- Frequent budgeting and funding: LPM utilizes a rolling wave budgeting approach that funds projects based on their value, not on their position in the development cycle.
- Defining and measuring value: LPM uses multiple methods to define and measure value, including customer feedback, business outcomes, and financial metrics
Therefore, LPM is a more customer-centric and agile approach that is better suited to today’s rapidly changing environment.
Why Reshape Enterprise With Lean Portfolio Management?
Enterprises that focus on defining projects that span more than a year often get stuck in a situation where they are not able to deliver value to their customers in a timely manner. LPM can help organizations break free from this by enabling them to focus on smaller, more manageable projects that can be delivered quickly and incrementally. Lean portfolio management methods help organizations:
- Shift the emphasis to delivering incremental value at shorter timeframes for bigger projects
- Establish a lean product management function that is customer-centric and focused on delivering business value.
- Adopt a continuous delivery pipeline that is driven by agile development teams and supported by DevOps practices
- Utilize lean portfolio planning to identify and invest in the right initiatives that will deliver the most value to the business.
Let’s look at some key pain points that LPM can help to address:
Pain point #1: Long cycle times on large initiatives.
Organizations often find themselves bogged down by slow cycle times on large initiatives. This can be due to a number of factors, including handoffs and dependencies that add friction and delays to the delivery process. Another issue is when organizations have a poor definition of customer value, which leads to communication breakdowns and a lack of clear direction. Finally, when organizations emphasize a planning and execution model that yields continuous value flow, they are more likely to put value in customers’ hands in a timely manner.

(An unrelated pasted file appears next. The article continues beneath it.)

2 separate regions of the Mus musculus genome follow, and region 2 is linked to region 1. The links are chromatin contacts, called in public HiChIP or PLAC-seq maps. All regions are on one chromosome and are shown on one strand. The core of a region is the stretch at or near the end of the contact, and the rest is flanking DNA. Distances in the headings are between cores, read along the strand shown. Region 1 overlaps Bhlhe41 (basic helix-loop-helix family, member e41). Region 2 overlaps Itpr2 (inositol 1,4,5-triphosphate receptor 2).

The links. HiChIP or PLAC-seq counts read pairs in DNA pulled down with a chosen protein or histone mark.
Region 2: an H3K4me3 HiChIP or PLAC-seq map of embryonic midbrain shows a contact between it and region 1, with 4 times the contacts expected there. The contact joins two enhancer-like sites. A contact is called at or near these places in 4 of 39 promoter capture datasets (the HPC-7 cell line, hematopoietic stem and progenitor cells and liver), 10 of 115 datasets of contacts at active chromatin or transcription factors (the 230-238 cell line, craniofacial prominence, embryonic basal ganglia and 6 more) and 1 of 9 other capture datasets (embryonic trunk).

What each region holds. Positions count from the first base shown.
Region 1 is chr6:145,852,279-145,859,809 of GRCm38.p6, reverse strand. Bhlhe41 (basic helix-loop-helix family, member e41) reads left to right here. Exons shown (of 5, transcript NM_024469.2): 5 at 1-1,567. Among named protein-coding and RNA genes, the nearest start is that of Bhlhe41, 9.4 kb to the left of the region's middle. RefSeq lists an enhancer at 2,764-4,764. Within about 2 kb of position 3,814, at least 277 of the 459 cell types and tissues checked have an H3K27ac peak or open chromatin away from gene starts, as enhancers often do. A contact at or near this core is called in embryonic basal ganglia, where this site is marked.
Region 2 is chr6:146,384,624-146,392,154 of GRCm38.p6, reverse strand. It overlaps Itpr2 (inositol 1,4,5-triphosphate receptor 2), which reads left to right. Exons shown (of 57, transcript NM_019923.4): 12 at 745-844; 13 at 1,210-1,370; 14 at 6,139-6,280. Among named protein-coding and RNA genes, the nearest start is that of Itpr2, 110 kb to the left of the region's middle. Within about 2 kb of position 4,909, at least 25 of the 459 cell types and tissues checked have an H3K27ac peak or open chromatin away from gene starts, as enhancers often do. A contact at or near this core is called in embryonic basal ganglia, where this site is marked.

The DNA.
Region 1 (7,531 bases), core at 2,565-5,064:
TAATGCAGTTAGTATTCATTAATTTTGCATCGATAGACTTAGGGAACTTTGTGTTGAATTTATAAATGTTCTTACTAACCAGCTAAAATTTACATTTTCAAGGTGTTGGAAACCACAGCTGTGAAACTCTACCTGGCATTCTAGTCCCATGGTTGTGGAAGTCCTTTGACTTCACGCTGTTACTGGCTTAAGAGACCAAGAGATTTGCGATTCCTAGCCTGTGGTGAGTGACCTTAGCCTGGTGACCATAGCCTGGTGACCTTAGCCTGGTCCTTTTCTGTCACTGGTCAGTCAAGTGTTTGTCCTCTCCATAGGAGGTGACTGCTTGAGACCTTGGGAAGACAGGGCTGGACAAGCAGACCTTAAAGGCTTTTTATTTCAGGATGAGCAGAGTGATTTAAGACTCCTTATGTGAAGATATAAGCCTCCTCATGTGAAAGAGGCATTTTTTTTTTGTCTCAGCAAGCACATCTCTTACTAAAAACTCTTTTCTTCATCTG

LPM helps to address these pain points by:
- Focusing on shorter delivery cycles that allow for faster feedback and course correction
- Establishing a clear definition of customer value so that everyone is aligned on what needs to be delivered
- Adopting a continuous delivery pipeline that allows value to flow continuously from development through to production.
Pain point #2: Work gets done, but the key needles don’t move.
One of the challenges organizations face is that they may complete a lot of work, but fail to see any significant changes in their key performance indicators (KPIs). This can be due to a number of factors, including setting goals that are not focused on business outcomes. Another issue is when organizations only evaluate outputs in long feedback loops, which prevents them from making quick adjustments to their plans. Finally, when organizations set objectives that are not based on desired business outcomes, they may have difficulty achieving their goals.
LPM helps to address these pain points by:
- Focusing on business outcomes so that work is aligned with what needs to be delivered
- Utilizing short feedback loops so that adjustments can be made quickly
- Setting objectives that are based on desired business outcomes.
Pain point #3: Budgets are difficult to change based on new information.